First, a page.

It's hard to think it's important to try out as cheerleader when you're starring on Broadway. But you do kind of miss the things that I now see my children doing. I'm just happy they are not actors. The Valentine's Day dance is really important. Pitching in Little League is very important. And the medals and the scouts are really important.
I grew up in a slum neighborhood - rows of tenements, with stoops, and kids all over the street. It was a real neighborhood - we played kick-the-can and ring-a-levio.
I like to do a movie, to be on it 8, 10 weeks. It evolves as you're working on it. Little things come to you every day. It's a slow process, and when you have to pack it into a short period of time, which you do for television, the experience is not one that I cherish. So if it's going to be television, it's really got to be the right thing.
When I was 14, my mother died. My father, who had always had ulcers, came apart. He had a series of intestinal operations, and was in the hospital for nearly a year. So the four of us teenagers lived by ourselves in the apartment without a guardian.
If I spoke Italian, I'd be in Italy in a minute. I love the food, I love the way people live there. I mean, it really is my idea of paradise.
Women over 35 have great stories, and the actresses are there, but you can't get the movies made.
I didn't even know how to judge 'Die Hard 1.' It's not anything I know how to judge. I'd never seen an action movie. I'd never seen a Sly Stallone movie or an Arnold Schwarzenegger movie or a Charles Bronson movie. And that is the truth.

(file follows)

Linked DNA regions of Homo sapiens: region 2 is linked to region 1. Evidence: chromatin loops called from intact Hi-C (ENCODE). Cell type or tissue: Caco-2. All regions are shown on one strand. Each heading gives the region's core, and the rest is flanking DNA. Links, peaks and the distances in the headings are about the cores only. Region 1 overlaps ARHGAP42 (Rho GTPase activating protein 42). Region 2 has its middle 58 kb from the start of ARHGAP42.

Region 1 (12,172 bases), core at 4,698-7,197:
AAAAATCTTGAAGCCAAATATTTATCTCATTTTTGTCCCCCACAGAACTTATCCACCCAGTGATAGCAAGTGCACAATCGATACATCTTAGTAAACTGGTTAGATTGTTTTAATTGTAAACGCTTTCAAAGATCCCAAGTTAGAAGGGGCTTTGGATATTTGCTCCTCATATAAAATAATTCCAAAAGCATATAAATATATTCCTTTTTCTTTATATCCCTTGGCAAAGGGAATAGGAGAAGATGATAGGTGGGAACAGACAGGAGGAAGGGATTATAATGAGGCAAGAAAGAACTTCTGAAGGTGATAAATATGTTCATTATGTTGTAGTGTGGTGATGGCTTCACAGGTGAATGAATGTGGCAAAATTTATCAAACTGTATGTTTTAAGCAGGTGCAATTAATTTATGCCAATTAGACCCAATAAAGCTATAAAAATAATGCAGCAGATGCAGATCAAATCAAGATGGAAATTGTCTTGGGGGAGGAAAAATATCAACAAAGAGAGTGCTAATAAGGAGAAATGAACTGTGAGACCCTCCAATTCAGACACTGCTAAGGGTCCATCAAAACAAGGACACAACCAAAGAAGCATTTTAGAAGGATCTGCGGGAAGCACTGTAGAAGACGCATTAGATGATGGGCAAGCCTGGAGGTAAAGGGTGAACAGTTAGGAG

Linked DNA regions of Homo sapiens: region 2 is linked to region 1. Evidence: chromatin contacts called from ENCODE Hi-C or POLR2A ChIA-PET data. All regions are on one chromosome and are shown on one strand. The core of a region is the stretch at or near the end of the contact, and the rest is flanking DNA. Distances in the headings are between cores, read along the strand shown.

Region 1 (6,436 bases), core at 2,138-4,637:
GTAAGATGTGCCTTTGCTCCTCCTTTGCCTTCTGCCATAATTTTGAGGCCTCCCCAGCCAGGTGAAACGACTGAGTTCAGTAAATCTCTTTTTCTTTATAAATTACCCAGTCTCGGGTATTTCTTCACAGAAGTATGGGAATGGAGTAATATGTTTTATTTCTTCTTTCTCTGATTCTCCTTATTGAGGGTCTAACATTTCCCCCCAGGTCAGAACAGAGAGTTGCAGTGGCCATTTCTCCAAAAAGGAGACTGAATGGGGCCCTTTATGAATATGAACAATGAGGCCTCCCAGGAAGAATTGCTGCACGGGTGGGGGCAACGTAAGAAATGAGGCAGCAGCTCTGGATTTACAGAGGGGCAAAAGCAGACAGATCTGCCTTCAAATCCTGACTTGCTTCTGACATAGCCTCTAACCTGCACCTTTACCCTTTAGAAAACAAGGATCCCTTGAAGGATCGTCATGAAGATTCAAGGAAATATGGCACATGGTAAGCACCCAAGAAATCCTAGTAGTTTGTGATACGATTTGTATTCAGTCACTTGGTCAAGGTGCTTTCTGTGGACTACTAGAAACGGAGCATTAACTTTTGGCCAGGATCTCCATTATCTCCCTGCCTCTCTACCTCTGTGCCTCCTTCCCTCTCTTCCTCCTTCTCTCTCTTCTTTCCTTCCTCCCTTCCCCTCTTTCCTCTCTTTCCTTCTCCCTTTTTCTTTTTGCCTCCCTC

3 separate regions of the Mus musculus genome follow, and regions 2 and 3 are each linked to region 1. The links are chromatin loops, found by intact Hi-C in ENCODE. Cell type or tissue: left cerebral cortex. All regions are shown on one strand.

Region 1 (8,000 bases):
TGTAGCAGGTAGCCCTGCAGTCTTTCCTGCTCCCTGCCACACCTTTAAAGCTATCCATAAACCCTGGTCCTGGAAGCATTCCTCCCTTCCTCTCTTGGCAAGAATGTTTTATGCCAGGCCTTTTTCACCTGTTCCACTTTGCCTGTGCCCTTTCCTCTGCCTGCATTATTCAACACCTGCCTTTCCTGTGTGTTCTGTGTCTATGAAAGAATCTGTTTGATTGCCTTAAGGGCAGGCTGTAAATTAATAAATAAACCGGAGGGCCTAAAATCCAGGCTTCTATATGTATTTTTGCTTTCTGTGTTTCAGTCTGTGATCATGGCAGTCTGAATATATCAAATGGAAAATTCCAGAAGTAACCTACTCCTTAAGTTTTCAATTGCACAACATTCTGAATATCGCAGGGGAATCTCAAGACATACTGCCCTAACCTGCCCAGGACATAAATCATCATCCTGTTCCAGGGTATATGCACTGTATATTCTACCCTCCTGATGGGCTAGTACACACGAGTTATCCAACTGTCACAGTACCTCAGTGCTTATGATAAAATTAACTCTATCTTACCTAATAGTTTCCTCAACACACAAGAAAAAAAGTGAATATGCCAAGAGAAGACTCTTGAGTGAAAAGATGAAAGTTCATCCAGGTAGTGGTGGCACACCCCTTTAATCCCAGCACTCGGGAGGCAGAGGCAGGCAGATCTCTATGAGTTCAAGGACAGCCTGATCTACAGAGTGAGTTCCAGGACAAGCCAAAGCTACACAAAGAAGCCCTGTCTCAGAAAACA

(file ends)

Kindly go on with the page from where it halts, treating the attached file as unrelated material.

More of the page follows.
I don't consider roles like in 'Die Hard' what I do. This is like a hobby. It's fun. I had a good time. And I love being in a movie that people actually go see. But it's about things getting blown up. It's not about great character development.
I'm from New York; I've been in show business all my life. I'm a wild and crazy gal, yet I always play these soft, warm, loving earth mothers. It's a pain in the butt. I'm a femme fatale!
If someone were to come from another planet and see the world through movies, they'd think that the world was populated by white men in their 30s who shoot a lot.
Unless you burst into movies as a sex goddess, you're likely to play wives and mothers. I came into movies as a teenager in 'They Shoot Horses, Don't They' (1969) playing a pregnant waif from the Ozarks. I didn't get a chance to burst into movies in 'Body Heat.' My career isn't based on having a 23-inch waist and a big bust, though I do.
My grandfather had been on the New York City force with his 11 brothers around the turn of the century. He was killed in the line of duty. My father, who was 16, was the oldest son, so he had to quit school and go to work to support his mother.
I don't take the roles home with me. I don't work that way. I don't understand that; I mean, I really don't when I hear that.
We need children to play the parts in movies. I'm just glad it's not my kids.
I have two children - could I ever choose between them? Never. That's what 'Sophie's Choice' was about. If you have 50 children, you don't love one less.
I've had some interesting roles along the way, but they tend to be cause-driven. They're always about something. There isn't time for character work as an actor because you're fighting the cause or mourning the child or fighting the disease, etc.
Whenever there's heavy-duty emotional work to be done, they call me. As for playing the completely off-the-wall, sexy, gorgeous lady that I am - no, they don't think of me.